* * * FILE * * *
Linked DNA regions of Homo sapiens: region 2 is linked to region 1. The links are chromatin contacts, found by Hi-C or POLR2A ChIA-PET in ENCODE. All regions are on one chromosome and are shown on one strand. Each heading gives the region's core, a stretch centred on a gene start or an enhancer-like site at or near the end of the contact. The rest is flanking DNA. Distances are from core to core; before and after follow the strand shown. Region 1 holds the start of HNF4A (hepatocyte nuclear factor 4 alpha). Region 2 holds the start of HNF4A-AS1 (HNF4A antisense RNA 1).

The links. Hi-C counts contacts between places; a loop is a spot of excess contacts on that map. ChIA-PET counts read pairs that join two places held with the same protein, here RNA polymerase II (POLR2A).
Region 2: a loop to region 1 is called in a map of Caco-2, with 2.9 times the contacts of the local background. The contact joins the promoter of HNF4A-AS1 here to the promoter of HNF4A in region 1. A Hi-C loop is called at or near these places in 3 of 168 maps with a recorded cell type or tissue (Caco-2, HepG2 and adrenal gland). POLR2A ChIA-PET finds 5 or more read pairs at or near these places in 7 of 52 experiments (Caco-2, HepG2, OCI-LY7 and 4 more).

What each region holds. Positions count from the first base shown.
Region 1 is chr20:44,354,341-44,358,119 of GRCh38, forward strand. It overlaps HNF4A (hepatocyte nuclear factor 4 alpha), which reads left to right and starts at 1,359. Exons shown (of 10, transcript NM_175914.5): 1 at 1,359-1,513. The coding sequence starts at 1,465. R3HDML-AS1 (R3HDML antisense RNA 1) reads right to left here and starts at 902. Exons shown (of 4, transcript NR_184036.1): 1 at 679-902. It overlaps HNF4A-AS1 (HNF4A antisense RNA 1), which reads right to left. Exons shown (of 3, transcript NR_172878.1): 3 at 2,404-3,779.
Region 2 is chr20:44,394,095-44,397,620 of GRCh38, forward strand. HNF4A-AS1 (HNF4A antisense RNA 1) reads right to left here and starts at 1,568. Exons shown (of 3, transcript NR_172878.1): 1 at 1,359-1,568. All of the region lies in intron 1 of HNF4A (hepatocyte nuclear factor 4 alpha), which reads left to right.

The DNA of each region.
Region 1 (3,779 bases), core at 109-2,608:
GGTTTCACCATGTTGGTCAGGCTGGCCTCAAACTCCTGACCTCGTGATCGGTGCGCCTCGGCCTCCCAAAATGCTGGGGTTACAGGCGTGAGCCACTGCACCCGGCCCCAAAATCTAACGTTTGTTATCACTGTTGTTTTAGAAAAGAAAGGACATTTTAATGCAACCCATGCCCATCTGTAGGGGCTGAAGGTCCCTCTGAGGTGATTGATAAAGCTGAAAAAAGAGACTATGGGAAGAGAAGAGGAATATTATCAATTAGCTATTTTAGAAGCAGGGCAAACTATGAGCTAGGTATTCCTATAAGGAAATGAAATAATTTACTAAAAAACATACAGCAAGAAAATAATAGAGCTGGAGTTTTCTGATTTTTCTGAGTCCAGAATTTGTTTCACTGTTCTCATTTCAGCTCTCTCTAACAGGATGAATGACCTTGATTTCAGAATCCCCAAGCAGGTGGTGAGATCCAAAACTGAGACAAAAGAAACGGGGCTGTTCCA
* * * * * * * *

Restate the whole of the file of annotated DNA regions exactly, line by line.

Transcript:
Linked DNA regions of Homo sapiens: region 2 is linked to region 1. The links are chromatin contacts, found by Hi-C or POLR2A ChIA-PET in ENCODE. All regions are on one chromosome and are shown on one strand. Each heading gives the region's core, a stretch centred on a gene start or an enhancer-like site at or near the end of the contact. The rest is flanking DNA. Distances are from core to core; before and after follow the strand shown. Region 1 holds the start of HNF4A (hepatocyte nuclear factor 4 alpha). Region 2 holds the start of HNF4A-AS1 (HNF4A antisense RNA 1).

The links. Hi-C counts contacts between places; a loop is a spot of excess contacts on that map. ChIA-PET counts read pairs that join two places held with the same protein, here RNA polymerase II (POLR2A).
Region 2: a loop to region 1 is called in a map of Caco-2, with 2.9 times the contacts of the local background. The contact joins the promoter of HNF4A-AS1 here to the promoter of HNF4A in region 1. A Hi-C loop is called at or near these places in 3 of 168 maps with a recorded cell type or tissue (Caco-2, HepG2 and adrenal gland). POLR2A ChIA-PET finds 5 or more read pairs at or near these places in 7 of 52 experiments (Caco-2, HepG2, OCI-LY7 and 4 more).

What each region holds. Positions count from the first base shown.
Region 1 is chr20:44,354,341-44,358,119 of GRCh38, forward strand. It overlaps HNF4A (hepatocyte nuclear factor 4 alpha), which reads left to right and starts at 1,359. Exons shown (of 10, transcript NM_175914.5): 1 at 1,359-1,513. The coding sequence starts at 1,465. R3HDML-AS1 (R3HDML antisense RNA 1) reads right to left here and starts at 902. Exons shown (of 4, transcript NR_184036.1): 1 at 679-902. It overlaps HNF4A-AS1 (HNF4A antisense RNA 1), which reads right to left. Exons shown (of 3, transcript NR_172878.1): 3 at 2,404-3,779.
Region 2 is chr20:44,394,095-44,397,620 of GRCh38, forward strand. HNF4A-AS1 (HNF4A antisense RNA 1) reads right to left here and starts at 1,568. Exons shown (of 3, transcript NR_172878.1): 1 at 1,359-1,568. All of the region lies in intron 1 of HNF4A (hepatocyte nuclear factor 4 alpha), which reads left to right.

The DNA of each region.
Region 1 (3,779 bases), core at 109-2,608:
GGTTTCACCATGTTGGTCAGGCTGGCCTCAAACTCCTGACCTCGTGATCGGTGCGCCTCGGCCTCCCAAAATGCTGGGGTTACAGGCGTGAGCCACTGCACCCGGCCCCAAAATCTAACGTTTGTTATCACTGTTGTTTTAGAAAAGAAAGGACATTTTAATGCAACCCATGCCCATCTGTAGGGGCTGAAGGTCCCTCTGAGGTGATTGATAAAGCTGAAAAAAGAGACTATGGGAAGAGAAGAGGAATATTATCAATTAGCTATTTTAGAAGCAGGGCAAACTATGAGCTAGGTATTCCTATAAGGAAATGAAATAATTTACTAAAAAACATACAGCAAGAAAATAATAGAGCTGGAGTTTTCTGATTTTTCTGAGTCCAGAATTTGTTTCACTGTTCTCATTTCAGCTCTCTCTAACAGGATGAATGACCTTGATTTCAGAATCCCCAAGCAGGTGGTGAGATCCAAAACTGAGACAAAAGAAACGGGGCTGTTCCA